BALTIMORE–Science, technology, engineering and math, better known as the STEM fields, need to be integrated throughout a child’s education to be most effective. That was the the key takeaway at the “Shattering Silos: Implementing Interdisciplinary Learning” breakout session at the
Education in science, technology, engineering, and math (STEM) is a priority for policymakers that want the United States to remain competitive in these fields. While this discussion has gone on for some time, the rapid pace of technological advancement makes
Jonn Villanueva sat inside his Jersey City school with his wheelchair next to his computer and dictated a new chapter of his creative-writing assignment. Mr. Villanueva, a 20-year-old student at the A. Harry Moore School, has muscular dystrophy, a condition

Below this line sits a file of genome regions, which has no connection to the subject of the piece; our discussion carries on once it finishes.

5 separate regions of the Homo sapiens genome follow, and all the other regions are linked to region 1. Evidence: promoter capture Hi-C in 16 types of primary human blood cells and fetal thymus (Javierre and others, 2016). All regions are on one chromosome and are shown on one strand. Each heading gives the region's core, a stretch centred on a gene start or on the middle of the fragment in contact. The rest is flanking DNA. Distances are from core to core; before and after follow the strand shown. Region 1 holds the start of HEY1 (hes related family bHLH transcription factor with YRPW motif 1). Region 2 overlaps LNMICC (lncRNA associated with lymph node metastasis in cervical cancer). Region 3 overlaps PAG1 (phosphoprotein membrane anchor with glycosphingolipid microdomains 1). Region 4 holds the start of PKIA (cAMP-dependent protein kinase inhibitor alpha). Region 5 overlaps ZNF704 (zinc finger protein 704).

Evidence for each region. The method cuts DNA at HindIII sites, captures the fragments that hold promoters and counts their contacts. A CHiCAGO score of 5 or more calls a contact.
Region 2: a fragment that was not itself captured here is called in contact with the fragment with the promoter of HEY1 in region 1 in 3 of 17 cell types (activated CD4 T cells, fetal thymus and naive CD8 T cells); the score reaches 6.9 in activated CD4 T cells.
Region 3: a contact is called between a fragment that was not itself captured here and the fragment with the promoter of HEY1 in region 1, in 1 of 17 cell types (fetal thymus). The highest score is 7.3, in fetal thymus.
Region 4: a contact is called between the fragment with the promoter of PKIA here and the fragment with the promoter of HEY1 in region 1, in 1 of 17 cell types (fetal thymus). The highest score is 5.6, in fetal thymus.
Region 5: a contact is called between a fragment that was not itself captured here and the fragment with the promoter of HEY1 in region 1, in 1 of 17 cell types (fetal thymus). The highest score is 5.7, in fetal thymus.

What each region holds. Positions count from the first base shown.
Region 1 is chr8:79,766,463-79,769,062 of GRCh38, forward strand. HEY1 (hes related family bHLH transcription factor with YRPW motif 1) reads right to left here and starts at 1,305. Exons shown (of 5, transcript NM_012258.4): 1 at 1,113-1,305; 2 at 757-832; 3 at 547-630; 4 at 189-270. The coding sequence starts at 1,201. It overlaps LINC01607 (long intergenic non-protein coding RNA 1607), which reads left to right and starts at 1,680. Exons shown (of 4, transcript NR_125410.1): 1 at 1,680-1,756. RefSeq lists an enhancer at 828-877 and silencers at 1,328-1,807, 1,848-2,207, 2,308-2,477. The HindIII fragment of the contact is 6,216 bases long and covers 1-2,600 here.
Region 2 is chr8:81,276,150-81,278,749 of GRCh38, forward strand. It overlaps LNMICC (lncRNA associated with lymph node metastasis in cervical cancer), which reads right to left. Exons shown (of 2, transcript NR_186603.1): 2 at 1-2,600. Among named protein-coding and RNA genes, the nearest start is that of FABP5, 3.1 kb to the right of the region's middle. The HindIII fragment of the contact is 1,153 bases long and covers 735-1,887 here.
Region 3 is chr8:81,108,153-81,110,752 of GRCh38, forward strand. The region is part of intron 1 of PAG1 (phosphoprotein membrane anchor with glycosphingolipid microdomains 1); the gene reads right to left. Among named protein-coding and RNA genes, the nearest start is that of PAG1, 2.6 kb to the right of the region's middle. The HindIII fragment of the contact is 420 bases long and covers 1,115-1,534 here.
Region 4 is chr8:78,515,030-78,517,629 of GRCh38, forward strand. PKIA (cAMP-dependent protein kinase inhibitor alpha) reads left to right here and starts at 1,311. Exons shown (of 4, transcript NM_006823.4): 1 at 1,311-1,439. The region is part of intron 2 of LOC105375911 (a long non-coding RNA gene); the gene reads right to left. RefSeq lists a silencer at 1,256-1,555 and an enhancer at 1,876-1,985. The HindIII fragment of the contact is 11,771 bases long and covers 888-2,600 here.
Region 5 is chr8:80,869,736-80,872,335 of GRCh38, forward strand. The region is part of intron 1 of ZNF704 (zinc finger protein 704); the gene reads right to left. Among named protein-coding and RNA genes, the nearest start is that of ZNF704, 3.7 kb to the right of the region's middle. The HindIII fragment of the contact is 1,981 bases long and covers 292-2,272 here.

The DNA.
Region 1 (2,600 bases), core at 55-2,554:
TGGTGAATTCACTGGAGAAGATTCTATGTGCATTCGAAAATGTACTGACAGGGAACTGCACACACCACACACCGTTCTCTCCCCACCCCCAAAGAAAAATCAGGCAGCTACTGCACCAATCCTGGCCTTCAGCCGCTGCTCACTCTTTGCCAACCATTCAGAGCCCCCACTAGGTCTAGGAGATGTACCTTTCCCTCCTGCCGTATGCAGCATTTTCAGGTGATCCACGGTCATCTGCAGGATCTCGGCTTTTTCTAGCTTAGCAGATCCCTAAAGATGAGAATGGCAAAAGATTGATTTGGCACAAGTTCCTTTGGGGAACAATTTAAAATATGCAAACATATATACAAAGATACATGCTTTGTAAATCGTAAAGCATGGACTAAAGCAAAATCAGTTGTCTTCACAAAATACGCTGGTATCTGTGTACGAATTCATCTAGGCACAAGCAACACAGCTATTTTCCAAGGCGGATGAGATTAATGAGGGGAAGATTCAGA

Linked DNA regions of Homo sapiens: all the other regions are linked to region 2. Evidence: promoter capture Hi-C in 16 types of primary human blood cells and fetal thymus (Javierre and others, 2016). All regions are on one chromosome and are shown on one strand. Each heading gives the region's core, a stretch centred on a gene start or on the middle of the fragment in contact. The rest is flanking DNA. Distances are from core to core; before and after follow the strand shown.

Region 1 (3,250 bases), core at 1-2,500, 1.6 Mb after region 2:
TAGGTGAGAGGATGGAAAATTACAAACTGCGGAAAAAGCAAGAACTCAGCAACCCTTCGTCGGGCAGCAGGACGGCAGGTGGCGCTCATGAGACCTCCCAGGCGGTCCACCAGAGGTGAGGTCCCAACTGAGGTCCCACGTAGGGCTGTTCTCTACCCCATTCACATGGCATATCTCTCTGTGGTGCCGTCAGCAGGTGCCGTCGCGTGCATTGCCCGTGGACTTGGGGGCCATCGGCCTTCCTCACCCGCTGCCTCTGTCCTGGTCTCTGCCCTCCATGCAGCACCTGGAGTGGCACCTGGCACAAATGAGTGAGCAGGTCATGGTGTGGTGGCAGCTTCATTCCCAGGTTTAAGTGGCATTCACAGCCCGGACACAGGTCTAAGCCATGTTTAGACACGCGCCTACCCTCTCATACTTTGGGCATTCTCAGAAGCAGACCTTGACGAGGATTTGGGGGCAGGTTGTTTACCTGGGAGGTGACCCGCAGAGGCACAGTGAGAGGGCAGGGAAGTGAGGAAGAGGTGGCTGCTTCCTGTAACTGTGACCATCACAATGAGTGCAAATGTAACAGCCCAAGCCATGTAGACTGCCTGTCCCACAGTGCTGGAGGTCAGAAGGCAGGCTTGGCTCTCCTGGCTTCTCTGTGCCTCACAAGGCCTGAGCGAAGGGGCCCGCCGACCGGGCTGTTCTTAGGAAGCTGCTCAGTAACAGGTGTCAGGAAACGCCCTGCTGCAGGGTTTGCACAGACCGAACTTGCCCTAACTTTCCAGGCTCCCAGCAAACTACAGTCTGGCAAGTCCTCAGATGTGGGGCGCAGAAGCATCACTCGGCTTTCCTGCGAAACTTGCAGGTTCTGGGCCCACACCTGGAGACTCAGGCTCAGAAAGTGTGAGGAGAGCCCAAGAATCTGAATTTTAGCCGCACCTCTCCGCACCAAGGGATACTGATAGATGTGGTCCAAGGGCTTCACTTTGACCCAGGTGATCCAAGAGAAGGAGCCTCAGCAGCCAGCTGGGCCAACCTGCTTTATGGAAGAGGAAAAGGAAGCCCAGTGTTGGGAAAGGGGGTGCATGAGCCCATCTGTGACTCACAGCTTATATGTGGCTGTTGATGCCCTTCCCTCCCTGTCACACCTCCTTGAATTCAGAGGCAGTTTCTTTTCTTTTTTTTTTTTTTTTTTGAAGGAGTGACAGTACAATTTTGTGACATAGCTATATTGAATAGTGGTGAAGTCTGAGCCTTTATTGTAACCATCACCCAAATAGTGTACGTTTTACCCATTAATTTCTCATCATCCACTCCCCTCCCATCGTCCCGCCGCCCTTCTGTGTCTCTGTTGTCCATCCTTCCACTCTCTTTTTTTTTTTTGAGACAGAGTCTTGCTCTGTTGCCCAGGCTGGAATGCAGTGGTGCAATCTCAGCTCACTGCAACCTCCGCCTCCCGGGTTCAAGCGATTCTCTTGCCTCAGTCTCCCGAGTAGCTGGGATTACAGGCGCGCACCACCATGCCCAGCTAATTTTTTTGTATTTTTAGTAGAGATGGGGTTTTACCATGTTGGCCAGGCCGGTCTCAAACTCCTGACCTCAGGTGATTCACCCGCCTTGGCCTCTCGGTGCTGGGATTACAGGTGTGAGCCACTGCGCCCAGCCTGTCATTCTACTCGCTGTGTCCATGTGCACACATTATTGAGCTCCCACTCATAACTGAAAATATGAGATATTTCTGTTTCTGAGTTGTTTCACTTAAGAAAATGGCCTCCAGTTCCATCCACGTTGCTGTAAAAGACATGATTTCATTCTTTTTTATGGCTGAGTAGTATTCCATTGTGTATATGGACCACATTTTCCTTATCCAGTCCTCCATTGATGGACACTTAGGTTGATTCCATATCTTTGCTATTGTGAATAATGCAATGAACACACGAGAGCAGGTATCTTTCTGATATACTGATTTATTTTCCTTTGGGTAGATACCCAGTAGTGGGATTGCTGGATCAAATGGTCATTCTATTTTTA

Rana Soltani and Amin Zeiaee, both second-year Ph.D. students in the Department of Mechanical Engineering at Texas A&M University, are developing an intelligent rehabilitation device that will provide automated therapy to stroke patients to expedite their recovery. Sungtae Shin, a
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